Homer Alaska - Opinion

Story last updated at 4:33 PM on Wednesday, January 25, 2012

Obama's message simple, not easy

Editorial


President Barack Obama was addressing the nation, but his Tuesday night State of the Union address was perfectly tailored for Alaska — especially with the current session of the state Legislature only days old. In fact, three of his key points should guide legislators — as well as reinforce that they are on the right track — as they get down to business:

On education: "Higher education can't be a luxury — it's an economic imperative that every family in America should be able to afford," said the president.

Affordable higher education makes good economic sense. Imagine in this current economy jobs not going filled because workers don't have the right skills. But that's what's happening, particularly in science and technology industries where there are twice as many openings as there are American workers who can do the job. That's unforgivable.

Alaska has done a lot to make higher in-state education affordable with its scholars program. But it needs to make sure that rising tuition costs don't price other deserving students out of the education market. The state also has seen the value in tailoring training to jobs available in state. Of course, more can be done. Alaska needs to make sure it is investing in the smaller campuses of the University of Alaska — including the Kachemak Bay Campus — so they can become "community career centers — places that teach people skills that local businesses are looking for right now," as the president described them.

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On energy: "Nowhere is the promise of innovation greater than in American energy," said the president.

Alaska should lead the way with that innovation — not just with the development of fossil fuels, but with other forms of energy. Alaska is perfectly positioned to make the most of wind energy, tidal energy and thermal energy. The state should do as much to encourage investments in developing those alternative sources of energy as it does to encourage new oil and gas development.

Legislators, with the help of Gov. Sean Parnell's administration, also need to help get the cheaper, cleaner energy the state has — natural gas — to the people who don't have it. Yes, we're talking paying for a gas line from Anchor Point to Homer and Kachemak City. The project will create jobs, lower the cost of doing business here and lower the cost of living. What's not to love about this project?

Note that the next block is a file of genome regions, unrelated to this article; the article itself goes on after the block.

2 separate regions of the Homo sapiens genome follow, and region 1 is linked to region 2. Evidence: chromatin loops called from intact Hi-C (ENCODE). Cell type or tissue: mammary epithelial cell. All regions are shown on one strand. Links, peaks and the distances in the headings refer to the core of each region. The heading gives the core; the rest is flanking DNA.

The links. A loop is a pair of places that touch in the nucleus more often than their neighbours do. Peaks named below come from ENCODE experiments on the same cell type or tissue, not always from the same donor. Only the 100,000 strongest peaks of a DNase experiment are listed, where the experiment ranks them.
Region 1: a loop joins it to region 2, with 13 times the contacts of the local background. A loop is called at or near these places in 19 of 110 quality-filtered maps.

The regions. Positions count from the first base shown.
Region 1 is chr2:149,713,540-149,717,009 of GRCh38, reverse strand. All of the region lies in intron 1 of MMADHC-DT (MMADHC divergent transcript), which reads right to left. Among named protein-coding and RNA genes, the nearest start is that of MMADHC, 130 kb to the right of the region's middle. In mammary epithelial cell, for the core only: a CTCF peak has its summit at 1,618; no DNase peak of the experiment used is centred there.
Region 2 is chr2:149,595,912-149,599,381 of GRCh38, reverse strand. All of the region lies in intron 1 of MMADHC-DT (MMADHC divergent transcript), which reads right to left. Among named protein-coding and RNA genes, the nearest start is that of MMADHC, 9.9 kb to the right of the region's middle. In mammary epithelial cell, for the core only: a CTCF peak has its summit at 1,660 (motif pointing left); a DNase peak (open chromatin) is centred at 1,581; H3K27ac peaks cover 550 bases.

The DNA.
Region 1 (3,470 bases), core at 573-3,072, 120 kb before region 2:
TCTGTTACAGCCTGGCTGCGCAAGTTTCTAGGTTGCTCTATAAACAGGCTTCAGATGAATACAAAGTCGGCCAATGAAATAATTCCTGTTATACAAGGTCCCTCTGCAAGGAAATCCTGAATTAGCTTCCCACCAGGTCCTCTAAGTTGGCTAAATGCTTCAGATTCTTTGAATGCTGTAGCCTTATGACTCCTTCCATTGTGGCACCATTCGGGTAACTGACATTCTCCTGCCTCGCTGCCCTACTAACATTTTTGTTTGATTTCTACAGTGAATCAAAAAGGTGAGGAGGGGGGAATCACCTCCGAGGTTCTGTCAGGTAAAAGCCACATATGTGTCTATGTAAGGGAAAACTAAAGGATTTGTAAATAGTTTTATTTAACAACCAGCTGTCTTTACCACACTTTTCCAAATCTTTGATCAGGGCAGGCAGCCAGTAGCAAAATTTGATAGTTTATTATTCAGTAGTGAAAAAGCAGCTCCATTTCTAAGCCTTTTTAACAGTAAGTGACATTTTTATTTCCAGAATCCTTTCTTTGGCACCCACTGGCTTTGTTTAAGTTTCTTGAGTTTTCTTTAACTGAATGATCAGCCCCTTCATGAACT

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On bipartisanship: "We need to end the notion that the two parties must be locked in a perpetual campaign of mutual destruction; that politics is about clinging to rigid ideologies instead of building consensus around common sense ideas," said the president.

Amen to that. We hope Congress and the Alaska Legislature are listening. There will always be differences of opinions, but those should not stop elected officials from finding common ground and moving forward to do what needs to be done. The public always loses when political gamesmanship becomes more important than doing the right thing.

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President Obama reminded us all of important truths that are easy to forget when times get difficult.

He reminded us that the United States of America is still a great nation. He reminded us that while times may be tough, the country has lived through tougher. He reminded us of our potential — and our power — to change things for the better. He reminded us that when we work together, the possibilities are limitless.

All of those reminders, plus his proposals for education, energy and tax reform, wrapped up what could well be the most important element of his speech: optimism.

It's something the nation desperately needs right now. Words are powerful. The right ones can make things happen, they can build us up, they can bring us together. The wrong ones do just the opposite — they destroy and divide.

President Obama used the right words Tuesday night. He encouraged us to remember what this nation is all about. And he encouraged us to work together to move forward into better times.

Too simplistic? No. Easy? No. Possible? Yes.

As the president said, "We can do this."

Let's get moving.

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